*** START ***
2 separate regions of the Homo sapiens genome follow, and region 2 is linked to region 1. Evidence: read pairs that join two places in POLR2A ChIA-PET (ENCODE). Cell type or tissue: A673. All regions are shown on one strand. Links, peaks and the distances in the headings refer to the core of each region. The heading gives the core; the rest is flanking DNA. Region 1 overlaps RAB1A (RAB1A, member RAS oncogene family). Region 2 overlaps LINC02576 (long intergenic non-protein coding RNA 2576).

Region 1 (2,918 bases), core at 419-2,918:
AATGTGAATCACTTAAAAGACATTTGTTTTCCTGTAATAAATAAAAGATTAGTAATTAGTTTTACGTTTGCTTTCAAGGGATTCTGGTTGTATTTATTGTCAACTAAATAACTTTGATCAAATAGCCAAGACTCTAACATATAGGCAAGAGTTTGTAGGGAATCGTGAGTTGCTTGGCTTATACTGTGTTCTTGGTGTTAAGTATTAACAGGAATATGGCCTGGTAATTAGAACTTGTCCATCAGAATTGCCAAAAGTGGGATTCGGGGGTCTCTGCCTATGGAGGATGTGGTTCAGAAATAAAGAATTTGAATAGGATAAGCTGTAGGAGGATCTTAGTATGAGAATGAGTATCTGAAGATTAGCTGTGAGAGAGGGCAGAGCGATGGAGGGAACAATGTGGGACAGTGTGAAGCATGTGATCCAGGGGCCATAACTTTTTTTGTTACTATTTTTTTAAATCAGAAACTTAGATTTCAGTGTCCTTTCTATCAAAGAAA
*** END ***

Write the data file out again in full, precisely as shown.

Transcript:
2 separate regions of the Homo sapiens genome follow, and region 2 is linked to region 1. Evidence: read pairs that join two places in POLR2A ChIA-PET (ENCODE). Cell type or tissue: A673. All regions are shown on one strand. Links, peaks and the distances in the headings refer to the core of each region. The heading gives the core; the rest is flanking DNA. Region 1 overlaps RAB1A (RAB1A, member RAS oncogene family). Region 2 overlaps LINC02576 (long intergenic non-protein coding RNA 2576).

Region 1 (2,918 bases), core at 419-2,918:
AATGTGAATCACTTAAAAGACATTTGTTTTCCTGTAATAAATAAAAGATTAGTAATTAGTTTTACGTTTGCTTTCAAGGGATTCTGGTTGTATTTATTGTCAACTAAATAACTTTGATCAAATAGCCAAGACTCTAACATATAGGCAAGAGTTTGTAGGGAATCGTGAGTTGCTTGGCTTATACTGTGTTCTTGGTGTTAAGTATTAACAGGAATATGGCCTGGTAATTAGAACTTGTCCATCAGAATTGCCAAAAGTGGGATTCGGGGGTCTCTGCCTATGGAGGATGTGGTTCAGAAATAAAGAATTTGAATAGGATAAGCTGTAGGAGGATCTTAGTATGAGAATGAGTATCTGAAGATTAGCTGTGAGAGAGGGCAGAGCGATGGAGGGAACAATGTGGGACAGTGTGAAGCATGTGATCCAGGGGCCATAACTTTTTTTGTTACTATTTTTTTAAATCAGAAACTTAGATTTCAGTGTCCTTTCTATCAAAGAAA